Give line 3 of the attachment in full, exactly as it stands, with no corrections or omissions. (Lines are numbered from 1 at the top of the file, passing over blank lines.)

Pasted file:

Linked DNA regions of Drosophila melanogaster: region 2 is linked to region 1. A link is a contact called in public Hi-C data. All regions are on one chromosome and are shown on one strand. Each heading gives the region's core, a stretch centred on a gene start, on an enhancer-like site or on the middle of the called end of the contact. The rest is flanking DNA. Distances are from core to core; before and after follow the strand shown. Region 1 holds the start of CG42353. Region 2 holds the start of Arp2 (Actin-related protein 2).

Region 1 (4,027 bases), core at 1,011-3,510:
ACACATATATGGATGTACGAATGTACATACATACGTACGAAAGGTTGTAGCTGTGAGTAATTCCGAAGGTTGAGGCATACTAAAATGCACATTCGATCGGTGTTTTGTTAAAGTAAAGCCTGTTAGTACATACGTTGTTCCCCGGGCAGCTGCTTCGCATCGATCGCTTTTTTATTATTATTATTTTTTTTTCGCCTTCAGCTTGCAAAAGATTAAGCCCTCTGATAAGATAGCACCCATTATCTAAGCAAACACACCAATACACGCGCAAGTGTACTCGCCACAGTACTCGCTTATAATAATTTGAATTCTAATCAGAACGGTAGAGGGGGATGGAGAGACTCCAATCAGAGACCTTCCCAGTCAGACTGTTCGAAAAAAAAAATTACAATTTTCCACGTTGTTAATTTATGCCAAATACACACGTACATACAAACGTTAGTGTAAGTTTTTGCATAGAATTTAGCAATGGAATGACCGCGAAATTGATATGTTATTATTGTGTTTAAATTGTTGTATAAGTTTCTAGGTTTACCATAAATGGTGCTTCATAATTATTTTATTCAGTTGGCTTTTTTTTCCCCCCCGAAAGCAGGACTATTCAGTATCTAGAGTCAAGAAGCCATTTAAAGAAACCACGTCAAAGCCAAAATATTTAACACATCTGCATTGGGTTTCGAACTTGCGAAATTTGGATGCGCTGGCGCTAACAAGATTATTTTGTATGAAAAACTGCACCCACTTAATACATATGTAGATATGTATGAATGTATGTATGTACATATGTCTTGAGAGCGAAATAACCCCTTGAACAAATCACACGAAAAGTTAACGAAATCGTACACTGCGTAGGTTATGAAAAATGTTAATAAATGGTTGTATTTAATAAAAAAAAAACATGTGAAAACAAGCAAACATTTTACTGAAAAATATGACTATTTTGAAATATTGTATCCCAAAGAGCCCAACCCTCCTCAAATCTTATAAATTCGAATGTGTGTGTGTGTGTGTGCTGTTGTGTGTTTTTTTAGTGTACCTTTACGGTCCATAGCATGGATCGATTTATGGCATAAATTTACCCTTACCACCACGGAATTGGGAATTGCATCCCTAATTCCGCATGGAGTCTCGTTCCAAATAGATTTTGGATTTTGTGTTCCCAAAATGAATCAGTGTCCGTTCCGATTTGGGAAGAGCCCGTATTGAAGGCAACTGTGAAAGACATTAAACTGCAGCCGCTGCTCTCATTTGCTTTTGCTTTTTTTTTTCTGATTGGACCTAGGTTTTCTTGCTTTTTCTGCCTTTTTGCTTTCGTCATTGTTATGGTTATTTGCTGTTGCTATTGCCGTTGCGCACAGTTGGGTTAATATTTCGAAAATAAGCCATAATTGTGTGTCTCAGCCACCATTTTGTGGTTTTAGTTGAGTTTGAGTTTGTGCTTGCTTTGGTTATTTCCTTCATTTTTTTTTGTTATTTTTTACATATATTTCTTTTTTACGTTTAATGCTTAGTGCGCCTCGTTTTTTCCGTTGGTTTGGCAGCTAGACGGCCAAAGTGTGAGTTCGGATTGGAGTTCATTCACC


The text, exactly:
ACACATATATGGATGTACGAATGTACATACATACGTACGAAAGGTTGTAGCTGTGAGTAATTCCGAAGGTTGAGGCATACTAAAATGCACATTCGATCGGTGTTTTGTTAAAGTAAAGCCTGTTAGTACATACGTTGTTCCCCGGGCAGCTGCTTCGCATCGATCGCTTTTTTATTATTATTATTTTTTTTTCGCCTTCAGCTTGCAAAAGATTAAGCCCTCTGATAAGATAGCACCCATTATCTAAGCAAACACACCAATACACGCGCAAGTGTACTCGCCACAGTACTCGCTTATAATAATTTGAATTCTAATCAGAACGGTAGAGGGGGATGGAGAGACTCCAATCAGAGACCTTCCCAGTCAGACTGTTCGAAAAAAAAAATTACAATTTTCCACGTTGTTAATTTATGCCAAATACACACGTACATACAAACGTTAGTGTAAGTTTTTGCATAGAATTTAGCAATGGAATGACCGCGAAATTGATATGTTATTATTGTGTTTAAATTGTTGTATAAGTTTCTAGGTTTACCATAAATGGTGCTTCATAATTATTTTATTCAGTTGGCTTTTTTTTCCCCCCCGAAAGCAGGACTATTCAGTATCTAGAGTCAAGAAGCCATTTAAAGAAACCACGTCAAAGCCAAAATATTTAACACATCTGCATTGGGTTTCGAACTTGCGAAATTTGGATGCGCTGGCGCTAACAAGATTATTTTGTATGAAAAACTGCACCCACTTAATACATATGTAGATATGTATGAATGTATGTATGTACATATGTCTTGAGAGCGAAATAACCCCTTGAACAAATCACACGAAAAGTTAACGAAATCGTACACTGCGTAGGTTATGAAAAATGTTAATAAATGGTTGTATTTAATAAAAAAAAAACATGTGAAAACAAGCAAACATTTTACTGAAAAATATGACTATTTTGAAATATTGTATCCCAAAGAGCCCAACCCTCCTCAAATCTTATAAATTCGAATGTGTGTGTGTGTGTGTGCTGTTGTGTGTTTTTTTAGTGTACCTTTACGGTCCATAGCATGGATCGATTTATGGCATAAATTTACCCTTACCACCACGGAATTGGGAATTGCATCCCTAATTCCGCATGGAGTCTCGTTCCAAATAGATTTTGGATTTTGTGTTCCCAAAATGAATCAGTGTCCGTTCCGATTTGGGAAGAGCCCGTATTGAAGGCAACTGTGAAAGACATTAAACTGCAGCCGCTGCTCTCATTTGCTTTTGCTTTTTTTTTTCTGATTGGACCTAGGTTTTCTTGCTTTTTCTGCCTTTTTGCTTTCGTCATTGTTATGGTTATTTGCTGTTGCTATTGCCGTTGCGCACAGTTGGGTTAATATTTCGAAAATAAGCCATAATTGTGTGTCTCAGCCACCATTTTGTGGTTTTAGTTGAGTTTGAGTTTGTGCTTGCTTTGGTTATTTCCTTCATTTTTTTTTGTTATTTTTTACATATATTTCTTTTTTACGTTTAATGCTTAGTGCGCCTCGTTTTTTCCGTTGGTTTGGCAGCTAGACGGCCAAAGTGTGAGTTCGGATTGGAGTTCATTCACC